“People talk about career and college readiness…I think civic readiness is a third ‘C’ that’s essential and sometimes overlooked.” – Anna E. Baldwin, USA

The power of encouragement – especially when it comes to education – cannot be overstated. Sometimes, as in the case of Anna E. Baldwin, a little encouragement can influence the course of a life. “My parents didn’t go to college, so I had little direction from them,” says Baldwin. “When I was growing up I spent a lot of time with my grandmother. She grew up on a little dirt farm in Alabama and she worked hard doing secretarial work as a single mother through the post-World War II period. She always talked to me about the importance of education: ‘Put it before marriage and kids, put it before a job. Make sure you get your degree before you get distracted by any of that.’ I did.”

Baldwin took her grandmother’s advice about education to heart, and earned not only a master’s in English, but also a doctorate in education. Today, Baldwin teaches English and history at Arlee High School in Montana, where she has a reputation among students for being tough, caring, and passionate about learning. As Montana’s 2014 Teacher of the Year, Baldwin now encourages her students to aim high by challenging them, and believing in them. She says the cornerstones of her teaching are, “high expectations and cultural responsiveness.”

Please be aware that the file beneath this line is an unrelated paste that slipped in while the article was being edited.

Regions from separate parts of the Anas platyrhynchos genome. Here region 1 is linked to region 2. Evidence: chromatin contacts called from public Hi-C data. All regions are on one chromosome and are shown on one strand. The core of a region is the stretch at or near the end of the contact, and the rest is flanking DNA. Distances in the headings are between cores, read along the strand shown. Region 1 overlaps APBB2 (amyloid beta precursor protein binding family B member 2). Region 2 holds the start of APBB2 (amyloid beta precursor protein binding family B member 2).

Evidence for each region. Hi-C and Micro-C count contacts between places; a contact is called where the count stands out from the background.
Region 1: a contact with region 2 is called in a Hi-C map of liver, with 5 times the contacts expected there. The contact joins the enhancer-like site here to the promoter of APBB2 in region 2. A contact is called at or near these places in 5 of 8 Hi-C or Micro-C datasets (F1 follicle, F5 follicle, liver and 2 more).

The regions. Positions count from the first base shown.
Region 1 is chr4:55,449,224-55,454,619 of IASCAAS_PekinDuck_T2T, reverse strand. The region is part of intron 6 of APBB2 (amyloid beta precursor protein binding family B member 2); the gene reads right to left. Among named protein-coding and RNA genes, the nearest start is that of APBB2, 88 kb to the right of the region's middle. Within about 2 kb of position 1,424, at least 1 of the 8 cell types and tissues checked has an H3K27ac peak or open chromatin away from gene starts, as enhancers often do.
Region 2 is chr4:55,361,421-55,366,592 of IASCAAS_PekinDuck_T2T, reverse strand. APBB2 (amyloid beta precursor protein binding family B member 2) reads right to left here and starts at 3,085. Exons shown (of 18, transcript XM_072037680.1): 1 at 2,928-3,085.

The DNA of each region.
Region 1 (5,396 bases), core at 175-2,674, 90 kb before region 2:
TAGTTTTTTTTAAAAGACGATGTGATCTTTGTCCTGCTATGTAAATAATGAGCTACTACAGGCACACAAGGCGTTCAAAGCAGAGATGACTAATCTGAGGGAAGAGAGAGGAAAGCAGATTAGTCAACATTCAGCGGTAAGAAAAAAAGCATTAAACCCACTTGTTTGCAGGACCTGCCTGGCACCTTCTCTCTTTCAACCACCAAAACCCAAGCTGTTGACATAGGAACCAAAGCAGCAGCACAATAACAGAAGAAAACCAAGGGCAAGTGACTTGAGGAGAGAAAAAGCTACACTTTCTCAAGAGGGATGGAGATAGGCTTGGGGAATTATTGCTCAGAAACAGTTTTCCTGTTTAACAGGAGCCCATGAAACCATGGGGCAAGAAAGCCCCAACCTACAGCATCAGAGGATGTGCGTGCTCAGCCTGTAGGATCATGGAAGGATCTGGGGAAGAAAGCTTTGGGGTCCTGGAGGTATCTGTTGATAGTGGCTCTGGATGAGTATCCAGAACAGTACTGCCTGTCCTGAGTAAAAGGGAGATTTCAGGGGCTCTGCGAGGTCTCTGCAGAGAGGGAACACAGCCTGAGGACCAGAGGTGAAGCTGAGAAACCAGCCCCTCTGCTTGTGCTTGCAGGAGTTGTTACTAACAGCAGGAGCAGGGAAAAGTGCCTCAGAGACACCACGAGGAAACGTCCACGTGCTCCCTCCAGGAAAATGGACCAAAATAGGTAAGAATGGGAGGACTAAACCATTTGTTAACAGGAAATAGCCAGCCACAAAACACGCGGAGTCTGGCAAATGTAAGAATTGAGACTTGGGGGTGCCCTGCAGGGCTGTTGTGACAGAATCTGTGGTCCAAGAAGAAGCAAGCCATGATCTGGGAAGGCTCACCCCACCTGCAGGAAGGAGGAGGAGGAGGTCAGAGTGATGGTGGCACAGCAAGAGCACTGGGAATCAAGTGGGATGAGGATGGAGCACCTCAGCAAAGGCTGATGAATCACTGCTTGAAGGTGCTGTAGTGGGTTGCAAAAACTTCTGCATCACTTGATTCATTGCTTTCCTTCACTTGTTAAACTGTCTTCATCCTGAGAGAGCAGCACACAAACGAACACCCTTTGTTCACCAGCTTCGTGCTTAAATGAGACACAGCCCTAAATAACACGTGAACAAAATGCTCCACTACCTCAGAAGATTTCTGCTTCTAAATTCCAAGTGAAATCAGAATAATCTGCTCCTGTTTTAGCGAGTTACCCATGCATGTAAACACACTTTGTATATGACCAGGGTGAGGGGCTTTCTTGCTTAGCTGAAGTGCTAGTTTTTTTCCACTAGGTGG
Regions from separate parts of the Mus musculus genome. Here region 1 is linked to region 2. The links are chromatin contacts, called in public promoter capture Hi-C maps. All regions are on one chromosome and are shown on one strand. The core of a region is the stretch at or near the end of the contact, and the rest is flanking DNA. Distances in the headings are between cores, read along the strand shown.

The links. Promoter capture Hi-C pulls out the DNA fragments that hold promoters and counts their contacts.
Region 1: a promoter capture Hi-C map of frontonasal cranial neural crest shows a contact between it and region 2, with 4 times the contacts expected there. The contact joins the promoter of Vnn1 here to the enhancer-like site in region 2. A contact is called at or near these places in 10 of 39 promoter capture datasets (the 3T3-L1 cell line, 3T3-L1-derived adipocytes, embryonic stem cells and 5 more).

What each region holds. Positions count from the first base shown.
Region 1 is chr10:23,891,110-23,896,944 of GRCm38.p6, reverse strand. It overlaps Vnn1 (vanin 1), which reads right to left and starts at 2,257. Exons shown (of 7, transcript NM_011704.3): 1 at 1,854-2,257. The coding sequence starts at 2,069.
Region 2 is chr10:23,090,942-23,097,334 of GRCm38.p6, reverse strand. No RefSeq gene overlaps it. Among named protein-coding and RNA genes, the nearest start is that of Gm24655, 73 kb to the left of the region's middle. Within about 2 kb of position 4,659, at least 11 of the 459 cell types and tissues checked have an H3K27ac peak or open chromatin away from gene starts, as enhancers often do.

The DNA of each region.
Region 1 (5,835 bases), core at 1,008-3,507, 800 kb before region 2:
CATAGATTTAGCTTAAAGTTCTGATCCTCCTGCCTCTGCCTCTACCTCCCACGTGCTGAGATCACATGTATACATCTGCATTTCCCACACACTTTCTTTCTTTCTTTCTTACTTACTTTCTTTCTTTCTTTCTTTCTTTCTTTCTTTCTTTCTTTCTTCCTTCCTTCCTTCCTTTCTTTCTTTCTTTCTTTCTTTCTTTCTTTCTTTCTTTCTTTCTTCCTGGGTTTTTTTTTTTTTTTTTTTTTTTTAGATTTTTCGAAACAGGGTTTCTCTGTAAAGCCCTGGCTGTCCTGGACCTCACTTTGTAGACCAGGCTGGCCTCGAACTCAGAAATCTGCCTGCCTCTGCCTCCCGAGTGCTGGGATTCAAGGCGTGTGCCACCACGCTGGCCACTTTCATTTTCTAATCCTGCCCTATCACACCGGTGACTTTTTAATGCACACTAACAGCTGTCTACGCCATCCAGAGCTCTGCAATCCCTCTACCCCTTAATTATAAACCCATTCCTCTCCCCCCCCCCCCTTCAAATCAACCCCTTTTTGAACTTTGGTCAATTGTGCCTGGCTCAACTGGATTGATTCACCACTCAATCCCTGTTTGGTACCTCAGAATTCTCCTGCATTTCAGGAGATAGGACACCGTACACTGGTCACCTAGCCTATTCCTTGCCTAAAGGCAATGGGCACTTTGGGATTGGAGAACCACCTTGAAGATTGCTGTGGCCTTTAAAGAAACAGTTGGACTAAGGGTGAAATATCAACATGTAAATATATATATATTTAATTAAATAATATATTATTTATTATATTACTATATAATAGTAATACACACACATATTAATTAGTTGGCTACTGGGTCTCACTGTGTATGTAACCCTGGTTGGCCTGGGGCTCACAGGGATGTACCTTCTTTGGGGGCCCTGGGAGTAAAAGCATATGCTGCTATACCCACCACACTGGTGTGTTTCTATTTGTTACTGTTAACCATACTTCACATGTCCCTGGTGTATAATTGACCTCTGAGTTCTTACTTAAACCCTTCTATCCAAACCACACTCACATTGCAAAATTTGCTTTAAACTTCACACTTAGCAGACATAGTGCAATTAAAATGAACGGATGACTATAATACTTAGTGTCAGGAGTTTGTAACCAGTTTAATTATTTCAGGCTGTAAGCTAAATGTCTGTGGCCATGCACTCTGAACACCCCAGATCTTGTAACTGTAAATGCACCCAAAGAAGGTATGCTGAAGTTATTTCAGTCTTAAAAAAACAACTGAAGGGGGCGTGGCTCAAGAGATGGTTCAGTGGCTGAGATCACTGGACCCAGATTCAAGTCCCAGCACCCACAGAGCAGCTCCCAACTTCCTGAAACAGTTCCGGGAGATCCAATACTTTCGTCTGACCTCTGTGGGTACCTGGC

Arlee High School is located on the Flathead Indian Reservation, and Baldwin works hard to connect her students (70 percent of whom are Native American) with their “many cultures: traditional, teenage, or cowboy culture, for example.” She readily develops assignments that incorporate technology, collaboration and her students’ Native American culture to ensure they are not only developing 21st century skills, but also understanding and honoring their heritage – and importantly, not reinforcing negative stereotypes. Her work earned Baldwin the 2012 Excellence in Culturally Responsive Teaching Award: Teaching Tolerance, a project of the Southern Poverty Law Center.

It’s my pleasure to share today’s Daily Edventure with Anna Baldwin. Enjoy! 

What drew you to the field of education? Why is it important to you?